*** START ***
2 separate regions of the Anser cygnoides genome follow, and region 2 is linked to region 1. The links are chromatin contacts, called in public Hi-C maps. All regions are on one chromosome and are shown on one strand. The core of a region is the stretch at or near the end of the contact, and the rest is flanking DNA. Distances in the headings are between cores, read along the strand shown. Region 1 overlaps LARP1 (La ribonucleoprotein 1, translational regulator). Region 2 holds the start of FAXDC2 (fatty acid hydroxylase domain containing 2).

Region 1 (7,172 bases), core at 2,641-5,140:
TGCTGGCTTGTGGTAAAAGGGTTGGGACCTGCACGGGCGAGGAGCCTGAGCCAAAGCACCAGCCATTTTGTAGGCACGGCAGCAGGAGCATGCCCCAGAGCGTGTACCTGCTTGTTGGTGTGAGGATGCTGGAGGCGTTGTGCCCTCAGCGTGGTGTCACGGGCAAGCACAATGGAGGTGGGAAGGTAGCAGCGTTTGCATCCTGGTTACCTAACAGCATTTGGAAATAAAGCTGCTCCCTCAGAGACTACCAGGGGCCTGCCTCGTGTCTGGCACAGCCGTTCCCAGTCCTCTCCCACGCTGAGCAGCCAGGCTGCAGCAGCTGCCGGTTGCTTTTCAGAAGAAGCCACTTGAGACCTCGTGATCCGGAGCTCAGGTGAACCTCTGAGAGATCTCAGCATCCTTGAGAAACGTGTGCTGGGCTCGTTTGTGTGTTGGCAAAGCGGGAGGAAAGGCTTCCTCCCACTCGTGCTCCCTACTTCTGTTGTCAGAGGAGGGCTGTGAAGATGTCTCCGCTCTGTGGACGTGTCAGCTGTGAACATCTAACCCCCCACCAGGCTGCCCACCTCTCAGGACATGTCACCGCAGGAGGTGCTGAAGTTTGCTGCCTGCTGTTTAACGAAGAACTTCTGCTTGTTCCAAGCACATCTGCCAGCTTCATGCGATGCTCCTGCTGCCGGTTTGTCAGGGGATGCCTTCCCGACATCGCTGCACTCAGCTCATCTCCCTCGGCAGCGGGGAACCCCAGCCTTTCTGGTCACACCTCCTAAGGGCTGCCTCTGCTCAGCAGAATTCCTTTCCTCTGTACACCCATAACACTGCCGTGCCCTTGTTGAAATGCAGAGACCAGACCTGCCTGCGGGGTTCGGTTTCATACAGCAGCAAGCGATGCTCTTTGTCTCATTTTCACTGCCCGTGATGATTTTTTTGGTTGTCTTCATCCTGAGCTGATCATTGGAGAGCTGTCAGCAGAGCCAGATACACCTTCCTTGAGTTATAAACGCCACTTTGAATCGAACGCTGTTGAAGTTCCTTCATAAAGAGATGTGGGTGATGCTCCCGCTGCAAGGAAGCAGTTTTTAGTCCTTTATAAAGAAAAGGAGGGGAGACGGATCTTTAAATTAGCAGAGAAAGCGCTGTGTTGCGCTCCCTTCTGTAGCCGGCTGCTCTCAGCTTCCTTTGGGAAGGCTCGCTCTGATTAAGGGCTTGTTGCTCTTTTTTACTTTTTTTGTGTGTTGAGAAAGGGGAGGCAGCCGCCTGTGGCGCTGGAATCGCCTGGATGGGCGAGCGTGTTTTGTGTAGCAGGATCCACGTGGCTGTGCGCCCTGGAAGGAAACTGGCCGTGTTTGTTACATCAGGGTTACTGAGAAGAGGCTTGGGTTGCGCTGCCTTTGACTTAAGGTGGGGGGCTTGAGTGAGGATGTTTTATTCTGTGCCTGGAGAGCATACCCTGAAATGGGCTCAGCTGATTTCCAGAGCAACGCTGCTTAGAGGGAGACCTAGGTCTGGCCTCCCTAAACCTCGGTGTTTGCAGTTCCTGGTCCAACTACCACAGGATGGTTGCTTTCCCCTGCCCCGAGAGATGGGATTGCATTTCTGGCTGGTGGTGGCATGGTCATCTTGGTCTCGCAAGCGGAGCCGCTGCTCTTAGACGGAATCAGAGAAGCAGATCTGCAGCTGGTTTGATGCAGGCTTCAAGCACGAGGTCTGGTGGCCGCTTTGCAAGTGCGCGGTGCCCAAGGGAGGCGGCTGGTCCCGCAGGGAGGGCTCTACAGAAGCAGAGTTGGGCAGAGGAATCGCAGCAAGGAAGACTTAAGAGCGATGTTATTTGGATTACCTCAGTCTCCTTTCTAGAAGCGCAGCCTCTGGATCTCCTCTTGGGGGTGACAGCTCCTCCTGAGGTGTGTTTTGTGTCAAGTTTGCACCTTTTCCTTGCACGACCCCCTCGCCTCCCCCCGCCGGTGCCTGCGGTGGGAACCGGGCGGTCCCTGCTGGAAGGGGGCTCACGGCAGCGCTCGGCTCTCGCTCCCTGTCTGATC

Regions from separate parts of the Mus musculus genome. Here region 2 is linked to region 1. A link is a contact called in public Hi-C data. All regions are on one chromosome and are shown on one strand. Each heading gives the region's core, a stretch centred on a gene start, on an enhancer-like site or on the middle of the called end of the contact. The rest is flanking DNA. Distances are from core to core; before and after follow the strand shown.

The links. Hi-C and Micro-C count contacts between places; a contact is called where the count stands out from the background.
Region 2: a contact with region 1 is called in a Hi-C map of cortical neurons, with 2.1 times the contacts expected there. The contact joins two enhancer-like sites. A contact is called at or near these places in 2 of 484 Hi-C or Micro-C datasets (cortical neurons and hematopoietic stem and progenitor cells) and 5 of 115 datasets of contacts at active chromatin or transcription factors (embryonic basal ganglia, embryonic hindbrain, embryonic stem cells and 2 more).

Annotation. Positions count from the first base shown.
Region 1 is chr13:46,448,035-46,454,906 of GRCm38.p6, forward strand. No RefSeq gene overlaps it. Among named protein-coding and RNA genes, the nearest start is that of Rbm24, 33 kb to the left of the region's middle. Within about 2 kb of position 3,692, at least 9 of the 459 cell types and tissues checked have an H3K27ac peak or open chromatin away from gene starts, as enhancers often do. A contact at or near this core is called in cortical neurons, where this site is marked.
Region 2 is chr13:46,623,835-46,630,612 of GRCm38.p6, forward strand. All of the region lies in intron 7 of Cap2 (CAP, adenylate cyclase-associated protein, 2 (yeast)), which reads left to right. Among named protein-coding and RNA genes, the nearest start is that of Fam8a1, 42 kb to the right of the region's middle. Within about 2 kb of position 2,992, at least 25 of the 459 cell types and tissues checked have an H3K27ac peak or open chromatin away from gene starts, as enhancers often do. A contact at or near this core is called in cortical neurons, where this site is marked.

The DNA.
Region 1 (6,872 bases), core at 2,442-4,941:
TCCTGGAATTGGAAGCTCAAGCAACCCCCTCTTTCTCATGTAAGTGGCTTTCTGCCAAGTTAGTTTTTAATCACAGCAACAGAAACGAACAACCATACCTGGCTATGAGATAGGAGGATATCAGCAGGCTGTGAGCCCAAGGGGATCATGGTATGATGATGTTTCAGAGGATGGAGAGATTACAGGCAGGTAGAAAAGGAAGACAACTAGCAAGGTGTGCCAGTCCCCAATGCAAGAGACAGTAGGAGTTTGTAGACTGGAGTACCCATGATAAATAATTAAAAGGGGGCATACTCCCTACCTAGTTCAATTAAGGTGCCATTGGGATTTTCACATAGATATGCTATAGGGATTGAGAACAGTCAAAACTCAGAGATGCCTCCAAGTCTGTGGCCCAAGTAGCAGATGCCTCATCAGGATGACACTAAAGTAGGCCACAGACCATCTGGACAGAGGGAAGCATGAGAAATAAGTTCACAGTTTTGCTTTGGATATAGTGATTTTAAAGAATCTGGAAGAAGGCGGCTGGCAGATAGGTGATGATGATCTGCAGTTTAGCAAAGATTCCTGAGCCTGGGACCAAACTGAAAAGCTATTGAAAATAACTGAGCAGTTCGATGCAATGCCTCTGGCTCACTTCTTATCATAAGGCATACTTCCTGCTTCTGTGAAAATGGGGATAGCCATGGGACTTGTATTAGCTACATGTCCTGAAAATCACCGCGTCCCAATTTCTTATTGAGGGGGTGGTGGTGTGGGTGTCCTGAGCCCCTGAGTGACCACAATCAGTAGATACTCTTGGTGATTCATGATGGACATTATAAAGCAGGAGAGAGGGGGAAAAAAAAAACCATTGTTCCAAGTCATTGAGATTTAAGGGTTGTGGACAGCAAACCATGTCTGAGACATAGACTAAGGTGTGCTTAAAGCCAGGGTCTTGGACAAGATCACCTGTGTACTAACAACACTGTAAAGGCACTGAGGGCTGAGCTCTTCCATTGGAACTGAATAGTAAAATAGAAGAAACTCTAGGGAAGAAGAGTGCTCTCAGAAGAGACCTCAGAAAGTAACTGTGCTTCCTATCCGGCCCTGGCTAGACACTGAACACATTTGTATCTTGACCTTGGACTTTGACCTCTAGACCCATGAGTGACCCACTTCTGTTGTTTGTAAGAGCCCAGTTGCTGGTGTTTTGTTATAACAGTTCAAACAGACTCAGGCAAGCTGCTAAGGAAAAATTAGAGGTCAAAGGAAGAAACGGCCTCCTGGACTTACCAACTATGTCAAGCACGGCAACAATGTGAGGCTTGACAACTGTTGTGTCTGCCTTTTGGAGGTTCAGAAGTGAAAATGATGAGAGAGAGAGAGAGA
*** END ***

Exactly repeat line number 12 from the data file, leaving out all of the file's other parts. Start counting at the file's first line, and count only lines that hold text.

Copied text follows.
TCCTGGAATTGGAAGCTCAAGCAACCCCCTCTTTCTCATGTAAGTGGCTTTCTGCCAAGTTAGTTTTTAATCACAGCAACAGAAACGAACAACCATACCTGGCTATGAGATAGGAGGATATCAGCAGGCTGTGAGCCCAAGGGGATCATGGTATGATGATGTTTCAGAGGATGGAGAGATTACAGGCAGGTAGAAAAGGAAGACAACTAGCAAGGTGTGCCAGTCCCCAATGCAAGAGACAGTAGGAGTTTGTAGACTGGAGTACCCATGATAAATAATTAAAAGGGGGCATACTCCCTACCTAGTTCAATTAAGGTGCCATTGGGATTTTCACATAGATATGCTATAGGGATTGAGAACAGTCAAAACTCAGAGATGCCTCCAAGTCTGTGGCCCAAGTAGCAGATGCCTCATCAGGATGACACTAAAGTAGGCCACAGACCATCTGGACAGAGGGAAGCATGAGAAATAAGTTCACAGTTTTGCTTTGGATATAGTGATTTTAAAGAATCTGGAAGAAGGCGGCTGGCAGATAGGTGATGATGATCTGCAGTTTAGCAAAGATTCCTGAGCCTGGGACCAAACTGAAAAGCTATTGAAAATAACTGAGCAGTTCGATGCAATGCCTCTGGCTCACTTCTTATCATAAGGCATACTTCCTGCTTCTGTGAAAATGGGGATAGCCATGGGACTTGTATTAGCTACATGTCCTGAAAATCACCGCGTCCCAATTTCTTATTGAGGGGGTGGTGGTGTGGGTGTCCTGAGCCCCTGAGTGACCACAATCAGTAGATACTCTTGGTGATTCATGATGGACATTATAAAGCAGGAGAGAGGGGGAAAAAAAAAACCATTGTTCCAAGTCATTGAGATTTAAGGGTTGTGGACAGCAAACCATGTCTGAGACATAGACTAAGGTGTGCTTAAAGCCAGGGTCTTGGACAAGATCACCTGTGTACTAACAACACTGTAAAGGCACTGAGGGCTGAGCTCTTCCATTGGAACTGAATAGTAAAATAGAAGAAACTCTAGGGAAGAAGAGTGCTCTCAGAAGAGACCTCAGAAAGTAACTGTGCTTCCTATCCGGCCCTGGCTAGACACTGAACACATTTGTATCTTGACCTTGGACTTTGACCTCTAGACCCATGAGTGACCCACTTCTGTTGTTTGTAAGAGCCCAGTTGCTGGTGTTTTGTTATAACAGTTCAAACAGACTCAGGCAAGCTGCTAAGGAAAAATTAGAGGTCAAAGGAAGAAACGGCCTCCTGGACTTACCAACTATGTCAAGCACGGCAACAATGTGAGGCTTGACAACTGTTGTGTCTGCCTTTTGGAGGTTCAGAAGTGAAAATGATGAGAGAGAGAGAGAGA